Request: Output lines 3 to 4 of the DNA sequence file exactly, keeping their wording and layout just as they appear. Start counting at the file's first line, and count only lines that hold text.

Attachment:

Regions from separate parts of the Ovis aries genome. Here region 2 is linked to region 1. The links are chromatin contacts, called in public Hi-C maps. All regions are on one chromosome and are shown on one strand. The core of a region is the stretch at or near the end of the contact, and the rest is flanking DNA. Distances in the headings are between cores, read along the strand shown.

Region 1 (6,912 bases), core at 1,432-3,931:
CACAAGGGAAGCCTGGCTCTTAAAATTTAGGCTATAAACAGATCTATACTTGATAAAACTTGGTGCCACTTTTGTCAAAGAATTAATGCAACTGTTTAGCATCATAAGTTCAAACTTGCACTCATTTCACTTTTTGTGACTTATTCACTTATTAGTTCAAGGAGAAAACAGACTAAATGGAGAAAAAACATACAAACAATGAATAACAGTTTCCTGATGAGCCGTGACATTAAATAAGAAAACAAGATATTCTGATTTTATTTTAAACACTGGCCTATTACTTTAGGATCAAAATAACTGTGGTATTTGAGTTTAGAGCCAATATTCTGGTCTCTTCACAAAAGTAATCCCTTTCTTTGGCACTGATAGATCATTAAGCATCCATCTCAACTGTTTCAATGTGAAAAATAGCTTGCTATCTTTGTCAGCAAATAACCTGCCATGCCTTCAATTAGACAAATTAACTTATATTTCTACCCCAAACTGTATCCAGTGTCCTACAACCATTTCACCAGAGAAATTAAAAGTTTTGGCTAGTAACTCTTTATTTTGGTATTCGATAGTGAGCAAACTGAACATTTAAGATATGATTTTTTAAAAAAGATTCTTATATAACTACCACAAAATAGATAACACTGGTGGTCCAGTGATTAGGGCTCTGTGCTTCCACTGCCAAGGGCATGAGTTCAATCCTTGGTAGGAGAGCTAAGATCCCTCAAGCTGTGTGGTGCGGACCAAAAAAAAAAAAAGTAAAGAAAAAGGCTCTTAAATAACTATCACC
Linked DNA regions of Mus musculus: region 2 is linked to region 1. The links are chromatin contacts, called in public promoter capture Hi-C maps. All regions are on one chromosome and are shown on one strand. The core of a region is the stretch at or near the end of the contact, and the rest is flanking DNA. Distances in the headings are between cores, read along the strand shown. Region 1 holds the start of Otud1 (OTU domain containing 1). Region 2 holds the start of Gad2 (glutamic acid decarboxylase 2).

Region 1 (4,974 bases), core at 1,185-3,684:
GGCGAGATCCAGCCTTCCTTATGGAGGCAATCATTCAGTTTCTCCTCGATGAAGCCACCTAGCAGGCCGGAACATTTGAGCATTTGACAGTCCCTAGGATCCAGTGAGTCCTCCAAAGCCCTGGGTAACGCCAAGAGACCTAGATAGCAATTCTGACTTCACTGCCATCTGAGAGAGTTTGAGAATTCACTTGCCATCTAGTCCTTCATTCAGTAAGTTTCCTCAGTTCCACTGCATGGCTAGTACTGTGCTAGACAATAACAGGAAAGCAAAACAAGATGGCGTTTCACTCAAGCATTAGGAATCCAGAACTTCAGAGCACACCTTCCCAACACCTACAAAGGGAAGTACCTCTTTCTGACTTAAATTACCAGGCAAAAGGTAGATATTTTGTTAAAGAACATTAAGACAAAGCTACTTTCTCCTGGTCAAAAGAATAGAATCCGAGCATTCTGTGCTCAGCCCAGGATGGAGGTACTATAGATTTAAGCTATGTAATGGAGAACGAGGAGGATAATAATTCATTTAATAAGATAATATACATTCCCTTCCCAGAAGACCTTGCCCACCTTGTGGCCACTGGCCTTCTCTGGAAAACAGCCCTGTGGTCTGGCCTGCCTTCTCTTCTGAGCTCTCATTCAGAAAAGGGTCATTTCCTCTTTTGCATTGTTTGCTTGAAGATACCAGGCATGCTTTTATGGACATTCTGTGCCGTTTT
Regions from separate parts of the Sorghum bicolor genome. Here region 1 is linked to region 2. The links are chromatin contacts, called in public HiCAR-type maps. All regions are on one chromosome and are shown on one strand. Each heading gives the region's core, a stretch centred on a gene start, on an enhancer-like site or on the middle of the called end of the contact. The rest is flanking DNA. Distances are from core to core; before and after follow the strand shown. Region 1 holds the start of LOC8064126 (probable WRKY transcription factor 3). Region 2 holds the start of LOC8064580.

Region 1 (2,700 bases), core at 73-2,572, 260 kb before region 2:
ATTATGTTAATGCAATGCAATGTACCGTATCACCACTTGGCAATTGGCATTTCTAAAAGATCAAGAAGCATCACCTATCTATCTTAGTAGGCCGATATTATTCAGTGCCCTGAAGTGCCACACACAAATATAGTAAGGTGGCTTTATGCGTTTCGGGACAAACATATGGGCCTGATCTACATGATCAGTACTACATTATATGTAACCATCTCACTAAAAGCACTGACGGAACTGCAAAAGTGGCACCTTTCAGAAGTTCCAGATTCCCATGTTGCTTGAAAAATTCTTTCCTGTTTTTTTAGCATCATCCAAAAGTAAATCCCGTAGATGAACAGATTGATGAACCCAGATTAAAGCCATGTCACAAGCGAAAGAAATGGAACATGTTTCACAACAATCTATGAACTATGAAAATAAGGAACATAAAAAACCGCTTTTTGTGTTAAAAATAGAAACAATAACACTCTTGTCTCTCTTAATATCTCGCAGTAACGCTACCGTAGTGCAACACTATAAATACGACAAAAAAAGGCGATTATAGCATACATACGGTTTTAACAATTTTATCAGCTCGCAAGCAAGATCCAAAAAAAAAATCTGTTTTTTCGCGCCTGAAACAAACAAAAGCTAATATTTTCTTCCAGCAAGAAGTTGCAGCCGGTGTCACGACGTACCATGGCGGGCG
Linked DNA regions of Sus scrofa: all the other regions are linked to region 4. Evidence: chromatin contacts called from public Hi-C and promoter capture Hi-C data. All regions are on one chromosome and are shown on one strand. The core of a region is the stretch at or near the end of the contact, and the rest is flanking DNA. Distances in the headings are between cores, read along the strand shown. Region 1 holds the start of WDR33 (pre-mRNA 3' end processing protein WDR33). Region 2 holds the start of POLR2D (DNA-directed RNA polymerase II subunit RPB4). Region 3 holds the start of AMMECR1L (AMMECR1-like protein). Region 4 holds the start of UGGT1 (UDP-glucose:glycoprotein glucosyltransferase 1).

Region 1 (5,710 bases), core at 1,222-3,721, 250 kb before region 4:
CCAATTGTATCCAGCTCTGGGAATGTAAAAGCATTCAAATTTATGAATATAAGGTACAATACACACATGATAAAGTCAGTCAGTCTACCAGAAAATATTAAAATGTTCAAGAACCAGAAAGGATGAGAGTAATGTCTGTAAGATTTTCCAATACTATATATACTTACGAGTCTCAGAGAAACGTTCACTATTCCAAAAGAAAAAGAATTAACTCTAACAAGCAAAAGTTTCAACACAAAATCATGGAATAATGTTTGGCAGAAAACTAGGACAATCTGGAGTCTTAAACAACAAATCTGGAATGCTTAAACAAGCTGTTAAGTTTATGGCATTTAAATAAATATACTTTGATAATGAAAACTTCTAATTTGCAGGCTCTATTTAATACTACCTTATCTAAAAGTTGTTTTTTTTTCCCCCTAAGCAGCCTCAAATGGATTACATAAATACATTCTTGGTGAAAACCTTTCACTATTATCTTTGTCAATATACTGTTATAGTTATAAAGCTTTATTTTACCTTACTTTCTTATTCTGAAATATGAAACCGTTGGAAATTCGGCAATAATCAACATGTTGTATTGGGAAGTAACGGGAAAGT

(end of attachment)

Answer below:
CACAAGGGAAGCCTGGCTCTTAAAATTTAGGCTATAAACAGATCTATACTTGATAAAACTTGGTGCCACTTTTGTCAAAGAATTAATGCAACTGTTTAGCATCATAAGTTCAAACTTGCACTCATTTCACTTTTTGTGACTTATTCACTTATTAGTTCAAGGAGAAAACAGACTAAATGGAGAAAAAACATACAAACAATGAATAACAGTTTCCTGATGAGCCGTGACATTAAATAAGAAAACAAGATATTCTGATTTTATTTTAAACACTGGCCTATTACTTTAGGATCAAAATAACTGTGGTATTTGAGTTTAGAGCCAATATTCTGGTCTCTTCACAAAAGTAATCCCTTTCTTTGGCACTGATAGATCATTAAGCATCCATCTCAACTGTTTCAATGTGAAAAATAGCTTGCTATCTTTGTCAGCAAATAACCTGCCATGCCTTCAATTAGACAAATTAACTTATATTTCTACCCCAAACTGTATCCAGTGTCCTACAACCATTTCACCAGAGAAATTAAAAGTTTTGGCTAGTAACTCTTTATTTTGGTATTCGATAGTGAGCAAACTGAACATTTAAGATATGATTTTTTAAAAAAGATTCTTATATAACTACCACAAAATAGATAACACTGGTGGTCCAGTGATTAGGGCTCTGTGCTTCCACTGCCAAGGGCATGAGTTCAATCCTTGGTAGGAGAGCTAAGATCCCTCAAGCTGTGTGGTGCGGACCAAAAAAAAAAAAAGTAAAGAAAAAGGCTCTTAAATAACTATCACC
Linked DNA regions of Mus musculus: region 2 is linked to region 1. The links are chromatin contacts, called in public promoter capture Hi-C maps. All regions are on one chromosome and are shown on one strand. The core of a region is the stretch at or near the end of the contact, and the rest is flanking DNA. Distances in the headings are between cores, read along the strand shown. Region 1 holds the start of Otud1 (OTU domain containing 1). Region 2 holds the start of Gad2 (glutamic acid decarboxylase 2).